Tuesday, August 22, 2006

New York Woman Fired For..Being A Woman

I can't believe that someone would not only treat a woman this way, but one who's elderly. According to AP:

"WATERTOWN, New York (AP) -- The minister of a church that dismissed a female Sunday School teacher after adopting what it called a literal interpretation of the Bible says a woman can perform any job -- outside of the church."

That's weird. She's been there for 54 years. Why now? This is the 21st Century.

Rather than focus on Iraq and death, President Bush should fly to Watertown NY and make the church give Mary Lambert her job back!

Dallas Cowboys 30, NO Saints 17

And they made it look easy. Yes, it was preseason, but the Cowboys looked good in all phases of the game.

Cowboys dominate Saints 30-7

NFL.com wire reports

SHREVEPORT, La. (Aug. 21, 2006) -- Drew Bledsoe lobbed two passes into the end zone and saw his receivers make terrific catches on both in his preseason debut for the Dallas Cowboys.

Neither play, however, was made by the receiver everyone is waiting to see him throw to -- Terrell Owens.

Terry Glenn reached around his defender's head and made a one-handed touchdown catch on Bledsoe's first lob, then Sam Hurd fought off his defender for another touchdown, getting the Cowboys rolling to a 30-7 victory over the New Orleans Saints on Monday Night Football.

Bledsoe went 12 of 16 for 156 yards, leading Dallas to scores on three of four drives, and backup Tony Romo went 6 of 8 for 138 yards and also put up points on three of four drives. His best play was waiting out a blitz then throwing a 48-yard touchdown pass to Miles Austin.

Drew Bledsoe made a sharp return to the Cowboys lineup, completing 12 of 16 passes.
Bledsoe didn't play the preseason opener so Romo could get more work, prompting speculation of a growing controversy. Bledsoe feels secure that he's the starter, although he acknowledged that having to wait to get on the field "pushes you a little bit."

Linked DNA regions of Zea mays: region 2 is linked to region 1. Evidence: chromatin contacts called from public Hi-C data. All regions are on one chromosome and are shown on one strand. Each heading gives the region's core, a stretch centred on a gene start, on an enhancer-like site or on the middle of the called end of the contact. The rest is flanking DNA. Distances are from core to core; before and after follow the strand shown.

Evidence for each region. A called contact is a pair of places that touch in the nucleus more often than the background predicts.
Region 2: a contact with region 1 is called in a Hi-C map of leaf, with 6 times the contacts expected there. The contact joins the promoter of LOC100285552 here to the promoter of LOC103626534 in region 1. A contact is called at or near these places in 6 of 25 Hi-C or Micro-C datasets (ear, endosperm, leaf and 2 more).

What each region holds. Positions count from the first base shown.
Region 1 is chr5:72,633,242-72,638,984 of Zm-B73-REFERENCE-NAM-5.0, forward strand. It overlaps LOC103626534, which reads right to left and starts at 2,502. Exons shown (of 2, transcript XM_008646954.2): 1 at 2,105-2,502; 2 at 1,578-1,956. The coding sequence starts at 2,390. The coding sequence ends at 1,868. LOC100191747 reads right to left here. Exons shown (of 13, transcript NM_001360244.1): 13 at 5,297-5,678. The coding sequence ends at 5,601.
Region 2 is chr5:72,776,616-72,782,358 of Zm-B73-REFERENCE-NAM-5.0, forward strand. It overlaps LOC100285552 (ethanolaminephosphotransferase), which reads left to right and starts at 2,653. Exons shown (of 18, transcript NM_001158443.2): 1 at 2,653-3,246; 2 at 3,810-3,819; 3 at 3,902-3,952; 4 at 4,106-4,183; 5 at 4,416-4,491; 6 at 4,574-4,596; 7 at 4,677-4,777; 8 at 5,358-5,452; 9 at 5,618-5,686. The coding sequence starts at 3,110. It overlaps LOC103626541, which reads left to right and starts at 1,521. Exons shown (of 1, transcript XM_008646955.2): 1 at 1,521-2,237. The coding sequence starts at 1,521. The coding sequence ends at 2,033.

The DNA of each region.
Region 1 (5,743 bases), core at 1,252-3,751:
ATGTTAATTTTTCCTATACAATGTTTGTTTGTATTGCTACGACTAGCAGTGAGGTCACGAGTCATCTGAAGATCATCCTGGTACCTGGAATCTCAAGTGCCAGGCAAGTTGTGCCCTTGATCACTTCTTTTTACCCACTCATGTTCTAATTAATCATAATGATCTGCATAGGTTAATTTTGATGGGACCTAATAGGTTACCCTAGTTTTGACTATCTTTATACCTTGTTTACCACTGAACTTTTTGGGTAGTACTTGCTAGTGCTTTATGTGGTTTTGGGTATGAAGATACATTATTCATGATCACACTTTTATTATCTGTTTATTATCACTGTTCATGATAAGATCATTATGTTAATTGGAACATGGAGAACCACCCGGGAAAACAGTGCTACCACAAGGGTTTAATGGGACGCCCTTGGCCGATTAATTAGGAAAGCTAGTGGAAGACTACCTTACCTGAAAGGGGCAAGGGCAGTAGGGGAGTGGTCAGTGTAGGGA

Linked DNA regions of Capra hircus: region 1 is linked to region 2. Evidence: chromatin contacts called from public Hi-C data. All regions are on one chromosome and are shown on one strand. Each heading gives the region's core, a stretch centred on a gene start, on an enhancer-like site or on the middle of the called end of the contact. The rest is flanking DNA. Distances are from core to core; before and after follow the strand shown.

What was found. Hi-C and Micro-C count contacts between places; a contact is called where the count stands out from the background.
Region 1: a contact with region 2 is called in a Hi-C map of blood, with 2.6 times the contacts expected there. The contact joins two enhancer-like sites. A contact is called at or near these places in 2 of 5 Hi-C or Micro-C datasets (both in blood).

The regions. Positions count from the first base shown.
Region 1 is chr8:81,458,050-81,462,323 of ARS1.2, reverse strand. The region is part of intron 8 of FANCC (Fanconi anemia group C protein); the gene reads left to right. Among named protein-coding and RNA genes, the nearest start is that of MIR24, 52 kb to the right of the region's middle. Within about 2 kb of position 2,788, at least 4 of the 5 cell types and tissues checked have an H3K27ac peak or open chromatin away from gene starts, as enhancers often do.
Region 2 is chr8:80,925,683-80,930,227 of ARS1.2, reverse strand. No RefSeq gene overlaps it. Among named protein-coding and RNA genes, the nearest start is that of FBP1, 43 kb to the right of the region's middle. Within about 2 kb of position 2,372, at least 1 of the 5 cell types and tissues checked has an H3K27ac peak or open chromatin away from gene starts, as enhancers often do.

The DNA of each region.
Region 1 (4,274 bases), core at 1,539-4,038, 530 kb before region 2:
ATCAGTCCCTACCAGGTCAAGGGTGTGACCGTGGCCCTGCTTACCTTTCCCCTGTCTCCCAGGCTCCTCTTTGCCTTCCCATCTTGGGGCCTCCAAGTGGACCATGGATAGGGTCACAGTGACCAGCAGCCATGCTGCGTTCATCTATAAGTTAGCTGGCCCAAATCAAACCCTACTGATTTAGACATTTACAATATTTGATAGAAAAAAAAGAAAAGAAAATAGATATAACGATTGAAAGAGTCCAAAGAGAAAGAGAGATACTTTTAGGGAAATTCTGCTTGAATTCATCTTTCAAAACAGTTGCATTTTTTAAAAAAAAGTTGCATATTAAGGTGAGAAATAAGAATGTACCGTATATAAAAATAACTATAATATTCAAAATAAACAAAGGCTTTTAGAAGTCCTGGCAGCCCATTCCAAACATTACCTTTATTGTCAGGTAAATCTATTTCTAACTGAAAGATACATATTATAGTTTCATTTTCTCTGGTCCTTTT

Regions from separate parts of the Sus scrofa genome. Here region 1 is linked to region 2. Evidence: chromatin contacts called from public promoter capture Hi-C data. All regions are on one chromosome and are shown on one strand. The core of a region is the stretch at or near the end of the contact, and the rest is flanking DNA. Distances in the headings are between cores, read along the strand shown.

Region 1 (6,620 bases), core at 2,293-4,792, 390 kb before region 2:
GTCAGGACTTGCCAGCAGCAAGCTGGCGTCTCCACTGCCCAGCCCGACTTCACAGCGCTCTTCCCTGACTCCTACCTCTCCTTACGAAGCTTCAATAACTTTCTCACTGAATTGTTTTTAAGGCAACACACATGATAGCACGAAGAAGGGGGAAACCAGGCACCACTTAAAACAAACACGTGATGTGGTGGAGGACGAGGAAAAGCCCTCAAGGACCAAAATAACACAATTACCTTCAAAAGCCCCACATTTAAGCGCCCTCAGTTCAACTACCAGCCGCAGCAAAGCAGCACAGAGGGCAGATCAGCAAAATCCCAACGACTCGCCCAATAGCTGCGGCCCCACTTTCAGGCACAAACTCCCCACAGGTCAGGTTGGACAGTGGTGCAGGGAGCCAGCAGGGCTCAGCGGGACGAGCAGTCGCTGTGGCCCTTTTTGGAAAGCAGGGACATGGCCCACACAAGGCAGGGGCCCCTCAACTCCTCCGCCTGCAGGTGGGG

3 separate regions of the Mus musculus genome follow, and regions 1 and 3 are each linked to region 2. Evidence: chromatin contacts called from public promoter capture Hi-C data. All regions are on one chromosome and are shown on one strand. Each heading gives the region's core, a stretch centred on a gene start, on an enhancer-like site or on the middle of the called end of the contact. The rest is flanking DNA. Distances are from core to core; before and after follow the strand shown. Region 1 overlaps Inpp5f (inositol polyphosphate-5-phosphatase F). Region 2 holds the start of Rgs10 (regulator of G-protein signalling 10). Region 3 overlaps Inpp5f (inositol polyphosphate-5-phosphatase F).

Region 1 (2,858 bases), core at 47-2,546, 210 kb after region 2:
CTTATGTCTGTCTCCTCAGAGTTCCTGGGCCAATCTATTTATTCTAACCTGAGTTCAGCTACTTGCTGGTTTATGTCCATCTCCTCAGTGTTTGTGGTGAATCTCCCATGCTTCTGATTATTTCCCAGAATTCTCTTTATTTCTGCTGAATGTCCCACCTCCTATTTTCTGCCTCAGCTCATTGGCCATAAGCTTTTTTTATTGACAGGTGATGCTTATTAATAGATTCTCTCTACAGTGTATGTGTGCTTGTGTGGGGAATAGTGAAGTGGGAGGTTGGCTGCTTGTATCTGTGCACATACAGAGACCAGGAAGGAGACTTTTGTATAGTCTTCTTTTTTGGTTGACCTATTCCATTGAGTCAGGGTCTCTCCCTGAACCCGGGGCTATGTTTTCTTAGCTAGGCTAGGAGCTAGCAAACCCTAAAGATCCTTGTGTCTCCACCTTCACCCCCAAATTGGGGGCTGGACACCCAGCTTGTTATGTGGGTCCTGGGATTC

"It gets you going," he said. "But I can't tell you I would have done anything different in camp had I been the only quarterback."

The Cowboys also saw their first-team defense shut out the Saints' starters. New Orleans didn't even get a first down on its first three series, leaving Dallas coach Bill Parcells grumbling that his unit didn't get enough work and Saints coach Sean Payton saying his team was "not as improved as I thought."

"We struggled across the board," Payton said.

This was the first NFL game in Shreveport since local product Terry Bradshaw brought the Pittsburgh Steelers to play the Boston Patriots in the 1970 preseason. The returning star this time was Saints running back Deuce McAllister, who gained eight yards on two carries in his first game since a knee injury early last season.

"The knee felt fine ... no apprehension about anything," McAllister said. "There are a few mental hurdles I have to get over, but I'm ready to work."

Reggie Bush spiced things up with a nine-yard run and an 11-yard gain on a third-and-2 screen, both on the final drive of the first half. He finished with seven yards on four carries, 14 yards on two receptions -- and disappointment that the starters didn't do better.

"This isn't the old Saints any more," he said. "We need to take three-and-outs personal. We need to change our way of thinking. We need to keep our defense off the field. We didn't do our job as an offense."